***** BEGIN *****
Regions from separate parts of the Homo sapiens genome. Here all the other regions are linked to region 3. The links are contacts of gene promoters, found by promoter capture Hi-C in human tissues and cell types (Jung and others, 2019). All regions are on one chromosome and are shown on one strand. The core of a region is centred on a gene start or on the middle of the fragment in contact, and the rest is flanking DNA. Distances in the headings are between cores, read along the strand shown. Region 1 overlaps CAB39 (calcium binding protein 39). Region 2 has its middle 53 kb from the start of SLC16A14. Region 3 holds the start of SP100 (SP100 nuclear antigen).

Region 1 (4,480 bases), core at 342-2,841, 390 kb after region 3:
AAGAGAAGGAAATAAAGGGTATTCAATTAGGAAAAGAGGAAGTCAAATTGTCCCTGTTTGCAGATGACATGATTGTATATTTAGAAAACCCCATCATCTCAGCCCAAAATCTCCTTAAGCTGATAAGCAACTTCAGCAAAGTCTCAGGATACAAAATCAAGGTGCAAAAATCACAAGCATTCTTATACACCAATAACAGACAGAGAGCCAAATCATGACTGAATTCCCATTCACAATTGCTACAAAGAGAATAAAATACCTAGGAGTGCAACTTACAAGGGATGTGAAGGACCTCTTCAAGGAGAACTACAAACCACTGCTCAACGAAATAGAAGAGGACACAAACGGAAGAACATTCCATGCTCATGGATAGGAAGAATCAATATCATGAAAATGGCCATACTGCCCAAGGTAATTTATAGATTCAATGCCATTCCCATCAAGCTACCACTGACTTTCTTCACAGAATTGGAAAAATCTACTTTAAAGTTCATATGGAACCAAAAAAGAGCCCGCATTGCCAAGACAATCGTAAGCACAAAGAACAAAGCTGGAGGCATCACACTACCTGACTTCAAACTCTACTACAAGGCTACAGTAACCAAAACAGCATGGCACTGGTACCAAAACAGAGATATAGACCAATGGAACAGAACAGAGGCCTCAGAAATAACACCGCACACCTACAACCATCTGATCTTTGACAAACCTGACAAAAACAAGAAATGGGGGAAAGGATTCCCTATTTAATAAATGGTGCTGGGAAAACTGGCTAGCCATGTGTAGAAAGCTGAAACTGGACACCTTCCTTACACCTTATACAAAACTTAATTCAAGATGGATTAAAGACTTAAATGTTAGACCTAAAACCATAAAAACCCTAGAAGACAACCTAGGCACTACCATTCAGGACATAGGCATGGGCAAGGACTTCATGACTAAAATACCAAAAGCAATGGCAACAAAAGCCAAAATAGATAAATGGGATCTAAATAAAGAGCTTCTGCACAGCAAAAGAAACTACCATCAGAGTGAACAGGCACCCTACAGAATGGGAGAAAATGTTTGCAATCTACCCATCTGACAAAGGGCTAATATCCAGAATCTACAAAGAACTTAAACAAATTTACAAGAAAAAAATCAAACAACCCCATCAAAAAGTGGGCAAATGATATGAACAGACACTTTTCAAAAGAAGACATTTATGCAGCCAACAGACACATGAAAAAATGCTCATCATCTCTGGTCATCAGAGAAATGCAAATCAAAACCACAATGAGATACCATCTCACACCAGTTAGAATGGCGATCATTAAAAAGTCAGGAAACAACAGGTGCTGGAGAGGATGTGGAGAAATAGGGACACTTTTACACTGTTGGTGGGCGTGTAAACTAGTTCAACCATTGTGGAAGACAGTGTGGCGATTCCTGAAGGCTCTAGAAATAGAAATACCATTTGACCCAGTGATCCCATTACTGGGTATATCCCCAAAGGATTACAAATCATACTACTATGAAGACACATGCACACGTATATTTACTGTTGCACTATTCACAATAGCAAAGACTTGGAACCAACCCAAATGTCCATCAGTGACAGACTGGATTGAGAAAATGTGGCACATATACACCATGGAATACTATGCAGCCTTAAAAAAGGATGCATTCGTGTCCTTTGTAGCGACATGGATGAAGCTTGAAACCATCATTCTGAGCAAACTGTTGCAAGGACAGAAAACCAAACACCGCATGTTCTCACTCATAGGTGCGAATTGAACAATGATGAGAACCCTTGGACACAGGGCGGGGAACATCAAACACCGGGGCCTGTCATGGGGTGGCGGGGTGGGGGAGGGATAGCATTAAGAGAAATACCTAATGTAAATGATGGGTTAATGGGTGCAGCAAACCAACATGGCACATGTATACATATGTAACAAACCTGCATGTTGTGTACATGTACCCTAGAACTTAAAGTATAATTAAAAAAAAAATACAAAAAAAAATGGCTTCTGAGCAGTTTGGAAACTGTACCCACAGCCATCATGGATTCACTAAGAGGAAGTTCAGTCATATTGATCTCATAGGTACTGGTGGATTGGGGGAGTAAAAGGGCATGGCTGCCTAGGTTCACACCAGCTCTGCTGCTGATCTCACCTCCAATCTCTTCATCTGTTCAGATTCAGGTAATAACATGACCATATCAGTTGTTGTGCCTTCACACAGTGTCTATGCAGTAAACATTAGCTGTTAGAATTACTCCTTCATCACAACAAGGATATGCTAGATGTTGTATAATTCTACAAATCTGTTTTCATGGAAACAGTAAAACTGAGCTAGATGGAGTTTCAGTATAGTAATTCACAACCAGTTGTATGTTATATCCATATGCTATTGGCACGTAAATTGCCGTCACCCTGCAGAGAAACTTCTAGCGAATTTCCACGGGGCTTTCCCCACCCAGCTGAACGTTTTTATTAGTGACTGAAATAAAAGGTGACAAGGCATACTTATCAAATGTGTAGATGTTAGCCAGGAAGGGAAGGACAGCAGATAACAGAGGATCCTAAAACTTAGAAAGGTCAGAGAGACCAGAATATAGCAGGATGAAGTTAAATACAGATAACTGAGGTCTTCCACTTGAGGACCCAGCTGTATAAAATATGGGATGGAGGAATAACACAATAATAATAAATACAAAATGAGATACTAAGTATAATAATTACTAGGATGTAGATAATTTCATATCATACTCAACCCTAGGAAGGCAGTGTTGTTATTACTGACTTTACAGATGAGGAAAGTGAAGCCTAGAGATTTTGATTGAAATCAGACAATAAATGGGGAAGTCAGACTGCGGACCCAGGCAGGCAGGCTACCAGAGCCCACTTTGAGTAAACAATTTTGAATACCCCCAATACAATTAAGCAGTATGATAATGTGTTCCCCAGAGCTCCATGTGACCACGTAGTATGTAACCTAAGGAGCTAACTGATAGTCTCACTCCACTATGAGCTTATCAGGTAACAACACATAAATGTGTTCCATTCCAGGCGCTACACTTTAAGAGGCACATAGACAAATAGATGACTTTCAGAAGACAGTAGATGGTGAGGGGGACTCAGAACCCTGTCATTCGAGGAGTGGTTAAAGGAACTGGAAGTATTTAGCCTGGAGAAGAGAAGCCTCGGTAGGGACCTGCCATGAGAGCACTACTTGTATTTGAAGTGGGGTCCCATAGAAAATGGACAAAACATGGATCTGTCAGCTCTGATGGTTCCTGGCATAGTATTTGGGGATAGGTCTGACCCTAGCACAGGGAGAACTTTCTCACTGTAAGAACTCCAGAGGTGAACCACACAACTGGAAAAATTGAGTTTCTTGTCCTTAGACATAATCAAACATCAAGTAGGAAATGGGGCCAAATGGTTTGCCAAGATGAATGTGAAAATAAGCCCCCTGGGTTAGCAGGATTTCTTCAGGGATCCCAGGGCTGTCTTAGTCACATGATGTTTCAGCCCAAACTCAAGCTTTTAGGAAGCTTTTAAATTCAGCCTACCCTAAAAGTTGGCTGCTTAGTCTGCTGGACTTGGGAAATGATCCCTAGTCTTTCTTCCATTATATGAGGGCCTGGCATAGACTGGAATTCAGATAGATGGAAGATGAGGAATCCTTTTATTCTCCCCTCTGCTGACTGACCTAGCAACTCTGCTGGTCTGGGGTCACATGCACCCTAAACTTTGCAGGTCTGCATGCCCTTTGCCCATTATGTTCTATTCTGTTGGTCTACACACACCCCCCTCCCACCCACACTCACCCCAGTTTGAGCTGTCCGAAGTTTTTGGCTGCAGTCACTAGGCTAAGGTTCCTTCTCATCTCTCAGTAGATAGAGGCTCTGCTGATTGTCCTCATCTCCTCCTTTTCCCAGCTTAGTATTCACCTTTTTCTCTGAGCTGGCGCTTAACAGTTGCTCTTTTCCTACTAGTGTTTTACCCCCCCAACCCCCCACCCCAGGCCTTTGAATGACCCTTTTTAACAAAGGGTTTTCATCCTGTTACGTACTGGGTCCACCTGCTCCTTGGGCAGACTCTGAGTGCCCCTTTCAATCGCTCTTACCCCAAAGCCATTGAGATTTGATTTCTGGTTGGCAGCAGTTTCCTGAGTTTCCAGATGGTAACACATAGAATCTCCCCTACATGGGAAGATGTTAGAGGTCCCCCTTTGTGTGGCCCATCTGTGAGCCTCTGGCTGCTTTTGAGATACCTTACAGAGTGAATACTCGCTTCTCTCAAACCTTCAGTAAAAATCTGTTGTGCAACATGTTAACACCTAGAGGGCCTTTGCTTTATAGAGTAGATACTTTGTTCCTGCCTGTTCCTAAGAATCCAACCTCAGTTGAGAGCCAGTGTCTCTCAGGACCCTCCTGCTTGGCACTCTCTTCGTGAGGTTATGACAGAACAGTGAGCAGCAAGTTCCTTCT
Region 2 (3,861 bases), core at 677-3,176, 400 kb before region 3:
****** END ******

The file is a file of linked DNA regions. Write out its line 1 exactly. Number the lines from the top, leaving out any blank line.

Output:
Regions from separate parts of the Homo sapiens genome. Here all the other regions are linked to region 3. The links are contacts of gene promoters, found by promoter capture Hi-C in human tissues and cell types (Jung and others, 2019). All regions are on one chromosome and are shown on one strand. The core of a region is centred on a gene start or on the middle of the fragment in contact, and the rest is flanking DNA. Distances in the headings are between cores, read along the strand shown. Region 1 overlaps CAB39 (calcium binding protein 39). Region 2 has its middle 53 kb from the start of SLC16A14. Region 3 holds the start of SP100 (SP100 nuclear antigen).